Everyone can relate when a teenager complains that high school is hard. The requirements may have changed through the years, but the pressure to succeed remains the same.
For years, if a student got tired of school or decided they couldn’t handle the pressure anymore, they simply dropped out. Some of those dropouts went on to get a GED, but more often than not, they entered the workforce without a degree.
Taking issue with the dropout numbers and the stigma of the GED test, the West Virginia Department of Education established Option Pathway – a new way to keep students in school and help them get a high school equivalency diploma.
Pocahontas County High School implemented the program in 2012 and. since then, has seen an increase in students receiving their diplomas.
Three years ago, Emily McLaughlin became the Option Pathway teacher and has focused all her energy on helping her students reach the goal of earning their diplomas.
“They created this program because they saw that dropouts were increasing and these kids were leaving, but they didn’t have a trade or skill to be able to be successful in the workplace,” McLaughlin said.
McLaughlin works closely with guidance counselor Linda Beverage, graduation coach Jerry Dale and attendance liaison Lori Doolittle to get at-risk students to join the program and not completely drop out of school.
“There are three different categories within the Option Pathway program that you can qualify for,” McLaughlin said. “There’s one that is, obviously, the one we want them all to go into which they would consider the high school diploma route. They consider it the actual Option Pathway.”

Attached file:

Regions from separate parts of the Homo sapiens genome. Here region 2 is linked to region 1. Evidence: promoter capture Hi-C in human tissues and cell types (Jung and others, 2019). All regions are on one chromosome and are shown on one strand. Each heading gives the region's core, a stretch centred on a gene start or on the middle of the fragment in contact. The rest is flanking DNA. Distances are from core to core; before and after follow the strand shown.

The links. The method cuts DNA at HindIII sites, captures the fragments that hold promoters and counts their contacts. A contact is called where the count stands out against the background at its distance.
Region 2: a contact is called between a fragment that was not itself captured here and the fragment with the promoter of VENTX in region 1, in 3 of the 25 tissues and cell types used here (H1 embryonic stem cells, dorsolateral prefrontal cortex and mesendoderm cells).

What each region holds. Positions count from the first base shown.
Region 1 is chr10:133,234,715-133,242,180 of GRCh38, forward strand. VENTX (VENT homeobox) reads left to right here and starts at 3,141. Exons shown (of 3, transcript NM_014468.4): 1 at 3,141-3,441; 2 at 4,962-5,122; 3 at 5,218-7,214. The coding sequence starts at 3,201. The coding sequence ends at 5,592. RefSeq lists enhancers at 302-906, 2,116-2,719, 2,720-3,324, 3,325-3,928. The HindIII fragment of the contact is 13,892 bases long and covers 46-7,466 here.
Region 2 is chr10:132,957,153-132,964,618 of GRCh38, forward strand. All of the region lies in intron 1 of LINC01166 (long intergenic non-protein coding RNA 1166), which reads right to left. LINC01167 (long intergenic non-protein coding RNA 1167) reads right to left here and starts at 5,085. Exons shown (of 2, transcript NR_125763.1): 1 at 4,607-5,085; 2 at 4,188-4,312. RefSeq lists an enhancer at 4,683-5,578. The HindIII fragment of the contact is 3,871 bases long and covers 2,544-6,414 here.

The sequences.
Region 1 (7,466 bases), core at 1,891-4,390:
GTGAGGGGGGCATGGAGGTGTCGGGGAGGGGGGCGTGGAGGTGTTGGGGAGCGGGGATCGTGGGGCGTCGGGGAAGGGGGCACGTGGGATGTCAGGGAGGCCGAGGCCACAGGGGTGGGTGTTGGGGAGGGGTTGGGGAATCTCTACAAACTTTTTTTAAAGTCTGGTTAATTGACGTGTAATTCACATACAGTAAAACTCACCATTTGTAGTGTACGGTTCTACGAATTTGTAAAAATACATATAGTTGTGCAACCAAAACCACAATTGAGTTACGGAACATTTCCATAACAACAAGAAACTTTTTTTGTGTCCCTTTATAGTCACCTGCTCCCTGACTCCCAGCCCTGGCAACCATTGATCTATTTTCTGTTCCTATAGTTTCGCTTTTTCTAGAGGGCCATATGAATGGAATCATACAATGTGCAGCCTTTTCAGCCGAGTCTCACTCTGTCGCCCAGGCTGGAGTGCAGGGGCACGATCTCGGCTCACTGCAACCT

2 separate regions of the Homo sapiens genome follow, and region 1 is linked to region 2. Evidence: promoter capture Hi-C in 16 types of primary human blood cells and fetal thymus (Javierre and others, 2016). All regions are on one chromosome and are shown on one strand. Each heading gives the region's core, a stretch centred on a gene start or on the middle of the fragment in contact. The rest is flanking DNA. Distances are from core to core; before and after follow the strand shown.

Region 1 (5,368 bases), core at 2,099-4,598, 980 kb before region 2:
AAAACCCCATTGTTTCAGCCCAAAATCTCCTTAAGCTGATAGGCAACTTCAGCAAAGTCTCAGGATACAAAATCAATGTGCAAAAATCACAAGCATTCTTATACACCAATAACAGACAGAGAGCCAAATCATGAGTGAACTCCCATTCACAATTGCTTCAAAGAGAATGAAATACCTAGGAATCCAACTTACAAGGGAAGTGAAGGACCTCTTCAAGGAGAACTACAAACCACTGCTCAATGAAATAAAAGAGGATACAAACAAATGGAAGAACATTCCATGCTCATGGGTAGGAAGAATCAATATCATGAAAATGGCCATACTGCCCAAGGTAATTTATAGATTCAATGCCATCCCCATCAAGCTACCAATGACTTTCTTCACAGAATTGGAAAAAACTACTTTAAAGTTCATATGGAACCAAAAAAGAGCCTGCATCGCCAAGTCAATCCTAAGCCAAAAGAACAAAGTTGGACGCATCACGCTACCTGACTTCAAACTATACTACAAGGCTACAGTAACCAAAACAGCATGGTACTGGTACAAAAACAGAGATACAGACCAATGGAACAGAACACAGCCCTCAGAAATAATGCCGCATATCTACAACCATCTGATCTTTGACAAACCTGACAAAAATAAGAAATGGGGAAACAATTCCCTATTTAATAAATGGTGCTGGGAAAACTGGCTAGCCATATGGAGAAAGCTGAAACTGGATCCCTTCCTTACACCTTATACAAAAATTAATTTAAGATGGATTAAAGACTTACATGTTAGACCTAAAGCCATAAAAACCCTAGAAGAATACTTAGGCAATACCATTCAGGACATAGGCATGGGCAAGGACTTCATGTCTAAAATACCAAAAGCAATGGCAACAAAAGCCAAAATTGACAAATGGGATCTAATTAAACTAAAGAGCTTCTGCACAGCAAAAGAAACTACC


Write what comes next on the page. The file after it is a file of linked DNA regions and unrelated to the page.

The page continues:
That first level is where the students complete a CTE [Career and Technical Education] class and they pass all five of the task tests required by the state. If the student succeeds, they receive the equivalency diploma.
The second level is considered credit recovery. This is more for a student who is behind in one core class – math, English/language arts, science or social studies. They can take a pre-test in McLaughlin’s class and, if they pass, they can move on to take a test in Greenbrier County, and if they pass that, the credit is recovered and they can graduate as if they passed the regular class.
The third option is just a high school equivalency. It is for students who are so fed up with school and although they have not completed in a CTE field, if they pass the five tests and go on to Greenbrier County and pass the five state tests, they get the high school equivalency, or GED.
“I’ve had four or five do that one,” McLaughlin said of the levels. “I really, strongly push the Option Pathway program and doing your high school diploma and really finishing through that.”
The program isn’t just for anybody. There are certain requirements students have to meet before they can choose Option Pathway.
“This program is set up for students who are at-risk of not graduating or of dropping out, and also, if they’re so far behind,” McLaughlin said. “The big thing about this program is they have to meet certain levels as far as academics. They have to meet a certain grade point average. They have to be performing at certain levels to be eligible.”
McLaughlin also prefers that they are seniors. She will open the program to juniors if they are highly at-risk, but she has noticed that there isn’t as much of a sense of urgency when they know they have two years instead of one to complete the tests.
“I don’t love to have a two-year student because I teach five subject areas, so I have to touch on all five of those, and if they know that they only have five tests, it’s like a holding tank and they procrastinate,” she explained. Whereas, any other time, it’s like, ‘okay, we’ve got to get on the ball; we’ve got to do this’ and they know it’s crunch time because we have one year.”
Before Option Pathway began, McLaughlin said the GED option was more of a place to stick students, and they basically spent all their time on the computer trying to pass tests. Now, it’s more of an interactive class where McLaughlin is giving instruction, as well as preparing students for the five tests.